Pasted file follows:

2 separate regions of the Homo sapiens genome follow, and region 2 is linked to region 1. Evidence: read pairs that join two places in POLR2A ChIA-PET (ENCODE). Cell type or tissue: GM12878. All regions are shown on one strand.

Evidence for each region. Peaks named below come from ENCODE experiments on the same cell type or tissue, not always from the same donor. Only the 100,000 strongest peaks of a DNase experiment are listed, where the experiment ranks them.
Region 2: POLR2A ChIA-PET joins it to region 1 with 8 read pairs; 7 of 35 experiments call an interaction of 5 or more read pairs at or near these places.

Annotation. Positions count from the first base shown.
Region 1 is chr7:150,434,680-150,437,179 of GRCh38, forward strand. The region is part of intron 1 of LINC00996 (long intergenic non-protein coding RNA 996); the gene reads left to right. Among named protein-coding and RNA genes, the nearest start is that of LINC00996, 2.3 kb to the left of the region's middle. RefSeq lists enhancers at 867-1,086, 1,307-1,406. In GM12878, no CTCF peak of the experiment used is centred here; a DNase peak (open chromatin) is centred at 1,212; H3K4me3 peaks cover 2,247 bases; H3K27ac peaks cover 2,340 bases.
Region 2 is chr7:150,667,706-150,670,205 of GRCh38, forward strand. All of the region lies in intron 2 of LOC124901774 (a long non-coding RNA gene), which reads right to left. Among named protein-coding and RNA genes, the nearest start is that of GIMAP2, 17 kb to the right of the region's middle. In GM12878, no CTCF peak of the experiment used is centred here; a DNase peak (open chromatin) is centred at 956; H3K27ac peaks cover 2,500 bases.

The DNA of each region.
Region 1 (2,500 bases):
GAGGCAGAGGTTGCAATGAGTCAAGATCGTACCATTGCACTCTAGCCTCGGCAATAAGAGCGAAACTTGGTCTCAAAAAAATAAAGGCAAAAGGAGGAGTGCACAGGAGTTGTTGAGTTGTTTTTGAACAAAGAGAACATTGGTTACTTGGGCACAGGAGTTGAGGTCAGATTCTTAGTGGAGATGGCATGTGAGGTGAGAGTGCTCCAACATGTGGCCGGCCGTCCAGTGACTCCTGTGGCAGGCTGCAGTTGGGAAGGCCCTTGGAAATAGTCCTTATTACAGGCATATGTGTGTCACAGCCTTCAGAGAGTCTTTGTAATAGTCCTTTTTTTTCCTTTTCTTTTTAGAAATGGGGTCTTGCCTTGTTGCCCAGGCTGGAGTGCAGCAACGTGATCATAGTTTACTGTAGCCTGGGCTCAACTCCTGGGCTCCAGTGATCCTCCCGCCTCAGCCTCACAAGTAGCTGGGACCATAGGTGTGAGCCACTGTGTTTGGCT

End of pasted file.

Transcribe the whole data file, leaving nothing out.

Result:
2 separate regions of the Homo sapiens genome follow, and region 2 is linked to region 1. Evidence: read pairs that join two places in POLR2A ChIA-PET (ENCODE). Cell type or tissue: GM12878. All regions are shown on one strand.

Evidence for each region. Peaks named below come from ENCODE experiments on the same cell type or tissue, not always from the same donor. Only the 100,000 strongest peaks of a DNase experiment are listed, where the experiment ranks them.
Region 2: POLR2A ChIA-PET joins it to region 1 with 8 read pairs; 7 of 35 experiments call an interaction of 5 or more read pairs at or near these places.

Annotation. Positions count from the first base shown.
Region 1 is chr7:150,434,680-150,437,179 of GRCh38, forward strand. The region is part of intron 1 of LINC00996 (long intergenic non-protein coding RNA 996); the gene reads left to right. Among named protein-coding and RNA genes, the nearest start is that of LINC00996, 2.3 kb to the left of the region's middle. RefSeq lists enhancers at 867-1,086, 1,307-1,406. In GM12878, no CTCF peak of the experiment used is centred here; a DNase peak (open chromatin) is centred at 1,212; H3K4me3 peaks cover 2,247 bases; H3K27ac peaks cover 2,340 bases.
Region 2 is chr7:150,667,706-150,670,205 of GRCh38, forward strand. All of the region lies in intron 2 of LOC124901774 (a long non-coding RNA gene), which reads right to left. Among named protein-coding and RNA genes, the nearest start is that of GIMAP2, 17 kb to the right of the region's middle. In GM12878, no CTCF peak of the experiment used is centred here; a DNase peak (open chromatin) is centred at 956; H3K27ac peaks cover 2,500 bases.

The DNA of each region.
Region 1 (2,500 bases):
GAGGCAGAGGTTGCAATGAGTCAAGATCGTACCATTGCACTCTAGCCTCGGCAATAAGAGCGAAACTTGGTCTCAAAAAAATAAAGGCAAAAGGAGGAGTGCACAGGAGTTGTTGAGTTGTTTTTGAACAAAGAGAACATTGGTTACTTGGGCACAGGAGTTGAGGTCAGATTCTTAGTGGAGATGGCATGTGAGGTGAGAGTGCTCCAACATGTGGCCGGCCGTCCAGTGACTCCTGTGGCAGGCTGCAGTTGGGAAGGCCCTTGGAAATAGTCCTTATTACAGGCATATGTGTGTCACAGCCTTCAGAGAGTCTTTGTAATAGTCCTTTTTTTTCCTTTTCTTTTTAGAAATGGGGTCTTGCCTTGTTGCCCAGGCTGGAGTGCAGCAACGTGATCATAGTTTACTGTAGCCTGGGCTCAACTCCTGGGCTCCAGTGATCCTCCCGCCTCAGCCTCACAAGTAGCTGGGACCATAGGTGTGAGCCACTGTGTTTGGCT